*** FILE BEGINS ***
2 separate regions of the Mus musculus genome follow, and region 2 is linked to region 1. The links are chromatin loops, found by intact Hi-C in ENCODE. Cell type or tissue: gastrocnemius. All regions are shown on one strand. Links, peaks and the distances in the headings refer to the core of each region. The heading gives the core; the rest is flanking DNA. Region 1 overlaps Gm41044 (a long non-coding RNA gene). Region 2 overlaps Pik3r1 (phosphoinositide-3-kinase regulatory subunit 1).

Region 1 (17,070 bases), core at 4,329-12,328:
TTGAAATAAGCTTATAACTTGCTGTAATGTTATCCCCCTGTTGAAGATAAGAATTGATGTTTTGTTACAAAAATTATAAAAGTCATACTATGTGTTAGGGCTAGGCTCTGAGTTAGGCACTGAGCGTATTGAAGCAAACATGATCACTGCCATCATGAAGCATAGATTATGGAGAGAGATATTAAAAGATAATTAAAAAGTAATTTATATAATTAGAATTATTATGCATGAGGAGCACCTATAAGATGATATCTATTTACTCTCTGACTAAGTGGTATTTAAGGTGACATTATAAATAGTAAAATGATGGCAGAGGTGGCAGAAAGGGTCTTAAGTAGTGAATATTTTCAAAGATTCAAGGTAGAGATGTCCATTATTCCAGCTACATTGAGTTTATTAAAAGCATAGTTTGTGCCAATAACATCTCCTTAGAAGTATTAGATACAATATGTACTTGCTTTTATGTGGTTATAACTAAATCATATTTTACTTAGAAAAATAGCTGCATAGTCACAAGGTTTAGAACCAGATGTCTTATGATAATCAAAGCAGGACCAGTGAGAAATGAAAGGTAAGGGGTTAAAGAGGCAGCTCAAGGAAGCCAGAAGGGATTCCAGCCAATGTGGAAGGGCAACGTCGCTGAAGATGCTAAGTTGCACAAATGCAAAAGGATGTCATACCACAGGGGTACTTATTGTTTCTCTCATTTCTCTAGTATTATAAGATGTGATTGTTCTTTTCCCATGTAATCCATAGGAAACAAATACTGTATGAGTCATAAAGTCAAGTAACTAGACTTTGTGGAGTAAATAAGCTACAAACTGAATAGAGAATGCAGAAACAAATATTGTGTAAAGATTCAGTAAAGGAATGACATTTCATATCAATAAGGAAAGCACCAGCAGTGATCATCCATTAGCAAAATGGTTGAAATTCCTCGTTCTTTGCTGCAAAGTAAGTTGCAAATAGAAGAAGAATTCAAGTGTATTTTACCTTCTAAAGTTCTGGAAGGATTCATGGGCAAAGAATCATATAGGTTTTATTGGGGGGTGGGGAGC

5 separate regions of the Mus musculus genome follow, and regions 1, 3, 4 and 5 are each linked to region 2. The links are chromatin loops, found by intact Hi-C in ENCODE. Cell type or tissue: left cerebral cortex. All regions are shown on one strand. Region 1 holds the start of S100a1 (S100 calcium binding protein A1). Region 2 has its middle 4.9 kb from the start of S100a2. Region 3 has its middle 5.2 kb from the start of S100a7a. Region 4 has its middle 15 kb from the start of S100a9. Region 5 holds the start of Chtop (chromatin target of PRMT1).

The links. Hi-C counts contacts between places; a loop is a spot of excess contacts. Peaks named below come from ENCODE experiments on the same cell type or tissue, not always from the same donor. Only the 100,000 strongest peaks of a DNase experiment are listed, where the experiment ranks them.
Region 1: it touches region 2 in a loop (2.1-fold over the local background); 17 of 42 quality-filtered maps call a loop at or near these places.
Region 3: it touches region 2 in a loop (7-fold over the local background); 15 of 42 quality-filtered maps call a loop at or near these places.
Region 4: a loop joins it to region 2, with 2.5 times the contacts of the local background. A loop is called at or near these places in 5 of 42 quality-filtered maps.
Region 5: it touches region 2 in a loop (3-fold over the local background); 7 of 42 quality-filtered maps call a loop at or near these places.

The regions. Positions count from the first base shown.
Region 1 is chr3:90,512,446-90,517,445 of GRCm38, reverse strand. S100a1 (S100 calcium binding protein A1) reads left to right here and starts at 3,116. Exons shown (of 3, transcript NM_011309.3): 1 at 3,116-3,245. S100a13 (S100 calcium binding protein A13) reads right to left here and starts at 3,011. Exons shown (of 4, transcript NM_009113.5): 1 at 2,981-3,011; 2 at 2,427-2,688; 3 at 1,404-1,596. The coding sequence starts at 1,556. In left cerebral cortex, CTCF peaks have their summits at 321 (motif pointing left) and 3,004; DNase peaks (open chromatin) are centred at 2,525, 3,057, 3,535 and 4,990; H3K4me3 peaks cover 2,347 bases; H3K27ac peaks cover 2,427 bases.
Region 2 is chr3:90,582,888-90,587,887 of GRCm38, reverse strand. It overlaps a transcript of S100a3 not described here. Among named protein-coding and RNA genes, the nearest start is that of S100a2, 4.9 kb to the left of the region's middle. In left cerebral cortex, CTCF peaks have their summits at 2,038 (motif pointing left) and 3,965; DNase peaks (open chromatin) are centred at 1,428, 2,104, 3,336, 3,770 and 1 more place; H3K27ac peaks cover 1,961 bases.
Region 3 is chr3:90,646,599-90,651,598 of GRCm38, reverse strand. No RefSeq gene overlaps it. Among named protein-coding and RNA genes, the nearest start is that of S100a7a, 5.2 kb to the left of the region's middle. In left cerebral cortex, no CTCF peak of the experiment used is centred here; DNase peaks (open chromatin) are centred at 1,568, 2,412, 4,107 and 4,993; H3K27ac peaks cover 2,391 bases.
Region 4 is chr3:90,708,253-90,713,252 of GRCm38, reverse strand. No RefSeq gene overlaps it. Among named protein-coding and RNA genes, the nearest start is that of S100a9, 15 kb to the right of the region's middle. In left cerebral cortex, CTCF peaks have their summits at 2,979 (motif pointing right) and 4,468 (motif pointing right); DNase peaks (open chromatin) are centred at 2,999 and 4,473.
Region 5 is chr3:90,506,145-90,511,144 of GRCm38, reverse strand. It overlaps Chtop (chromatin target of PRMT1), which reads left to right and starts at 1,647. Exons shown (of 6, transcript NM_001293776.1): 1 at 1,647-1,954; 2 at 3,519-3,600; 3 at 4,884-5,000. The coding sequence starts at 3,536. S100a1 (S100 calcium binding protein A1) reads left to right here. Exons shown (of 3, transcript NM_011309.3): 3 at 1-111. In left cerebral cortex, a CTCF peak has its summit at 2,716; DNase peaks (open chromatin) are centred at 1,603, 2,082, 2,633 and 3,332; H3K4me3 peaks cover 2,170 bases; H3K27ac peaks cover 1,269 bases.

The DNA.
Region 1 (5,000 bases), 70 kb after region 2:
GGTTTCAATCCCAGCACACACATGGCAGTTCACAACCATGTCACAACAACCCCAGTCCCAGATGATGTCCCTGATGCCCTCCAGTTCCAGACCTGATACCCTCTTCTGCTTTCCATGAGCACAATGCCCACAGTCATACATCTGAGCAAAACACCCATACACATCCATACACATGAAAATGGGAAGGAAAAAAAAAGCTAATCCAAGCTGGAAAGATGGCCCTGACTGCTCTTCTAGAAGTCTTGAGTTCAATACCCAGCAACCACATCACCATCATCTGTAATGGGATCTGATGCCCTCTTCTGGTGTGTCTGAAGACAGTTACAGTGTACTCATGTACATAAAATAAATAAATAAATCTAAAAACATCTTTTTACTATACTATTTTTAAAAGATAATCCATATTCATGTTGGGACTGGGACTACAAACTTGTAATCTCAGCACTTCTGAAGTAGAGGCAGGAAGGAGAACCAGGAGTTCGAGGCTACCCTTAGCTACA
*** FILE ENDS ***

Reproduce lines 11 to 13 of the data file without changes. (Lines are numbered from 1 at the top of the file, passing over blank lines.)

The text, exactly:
Region 1 is chr3:90,512,446-90,517,445 of GRCm38, reverse strand. S100a1 (S100 calcium binding protein A1) reads left to right here and starts at 3,116. Exons shown (of 3, transcript NM_011309.3): 1 at 3,116-3,245. S100a13 (S100 calcium binding protein A13) reads right to left here and starts at 3,011. Exons shown (of 4, transcript NM_009113.5): 1 at 2,981-3,011; 2 at 2,427-2,688; 3 at 1,404-1,596. The coding sequence starts at 1,556. In left cerebral cortex, CTCF peaks have their summits at 321 (motif pointing left) and 3,004; DNase peaks (open chromatin) are centred at 2,525, 3,057, 3,535 and 4,990; H3K4me3 peaks cover 2,347 bases; H3K27ac peaks cover 2,427 bases.
Region 2 is chr3:90,582,888-90,587,887 of GRCm38, reverse strand. It overlaps a transcript of S100a3 not described here. Among named protein-coding and RNA genes, the nearest start is that of S100a2, 4.9 kb to the left of the region's middle. In left cerebral cortex, CTCF peaks have their summits at 2,038 (motif pointing left) and 3,965; DNase peaks (open chromatin) are centred at 1,428, 2,104, 3,336, 3,770 and 1 more place; H3K27ac peaks cover 1,961 bases.
Region 3 is chr3:90,646,599-90,651,598 of GRCm38, reverse strand. No RefSeq gene overlaps it. Among named protein-coding and RNA genes, the nearest start is that of S100a7a, 5.2 kb to the left of the region's middle. In left cerebral cortex, no CTCF peak of the experiment used is centred here; DNase peaks (open chromatin) are centred at 1,568, 2,412, 4,107 and 4,993; H3K27ac peaks cover 2,391 bases.